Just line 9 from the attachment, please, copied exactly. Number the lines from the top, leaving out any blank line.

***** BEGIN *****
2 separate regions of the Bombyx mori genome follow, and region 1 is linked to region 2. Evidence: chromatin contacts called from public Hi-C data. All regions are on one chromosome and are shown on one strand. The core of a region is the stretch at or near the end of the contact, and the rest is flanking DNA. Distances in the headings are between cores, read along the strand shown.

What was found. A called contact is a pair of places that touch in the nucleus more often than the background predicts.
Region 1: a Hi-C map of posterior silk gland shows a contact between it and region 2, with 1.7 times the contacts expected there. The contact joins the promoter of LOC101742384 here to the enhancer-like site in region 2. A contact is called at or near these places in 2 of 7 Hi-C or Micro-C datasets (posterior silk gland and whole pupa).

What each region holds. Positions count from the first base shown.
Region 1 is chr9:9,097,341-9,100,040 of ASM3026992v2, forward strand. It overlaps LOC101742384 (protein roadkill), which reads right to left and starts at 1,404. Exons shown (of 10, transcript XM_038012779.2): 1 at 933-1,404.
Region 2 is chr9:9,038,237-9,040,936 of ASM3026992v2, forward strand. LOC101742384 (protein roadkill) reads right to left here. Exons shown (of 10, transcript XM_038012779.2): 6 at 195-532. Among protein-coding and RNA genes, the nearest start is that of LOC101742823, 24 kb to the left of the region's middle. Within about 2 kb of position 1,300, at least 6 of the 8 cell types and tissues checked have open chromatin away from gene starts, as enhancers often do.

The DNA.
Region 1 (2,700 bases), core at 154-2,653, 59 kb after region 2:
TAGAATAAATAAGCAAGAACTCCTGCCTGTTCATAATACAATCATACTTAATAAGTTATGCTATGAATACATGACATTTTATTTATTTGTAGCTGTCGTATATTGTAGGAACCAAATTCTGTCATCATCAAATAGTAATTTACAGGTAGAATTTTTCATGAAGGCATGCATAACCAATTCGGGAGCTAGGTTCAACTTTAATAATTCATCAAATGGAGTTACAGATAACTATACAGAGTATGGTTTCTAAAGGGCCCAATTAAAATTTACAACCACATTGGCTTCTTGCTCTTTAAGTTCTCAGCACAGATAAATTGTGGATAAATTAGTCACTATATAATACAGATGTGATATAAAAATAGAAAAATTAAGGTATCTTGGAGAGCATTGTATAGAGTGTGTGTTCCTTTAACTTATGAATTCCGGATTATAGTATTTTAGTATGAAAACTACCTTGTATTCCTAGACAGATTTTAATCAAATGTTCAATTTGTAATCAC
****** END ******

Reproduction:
TAGAATAAATAAGCAAGAACTCCTGCCTGTTCATAATACAATCATACTTAATAAGTTATGCTATGAATACATGACATTTTATTTATTTGTAGCTGTCGTATATTGTAGGAACCAAATTCTGTCATCATCAAATAGTAATTTACAGGTAGAATTTTTCATGAAGGCATGCATAACCAATTCGGGAGCTAGGTTCAACTTTAATAATTCATCAAATGGAGTTACAGATAACTATACAGAGTATGGTTTCTAAAGGGCCCAATTAAAATTTACAACCACATTGGCTTCTTGCTCTTTAAGTTCTCAGCACAGATAAATTGTGGATAAATTAGTCACTATATAATACAGATGTGATATAAAAATAGAAAAATTAAGGTATCTTGGAGAGCATTGTATAGAGTGTGTGTTCCTTTAACTTATGAATTCCGGATTATAGTATTTTAGTATGAAAACTACCTTGTATTCCTAGACAGATTTTAATCAAATGTTCAATTTGTAATCAC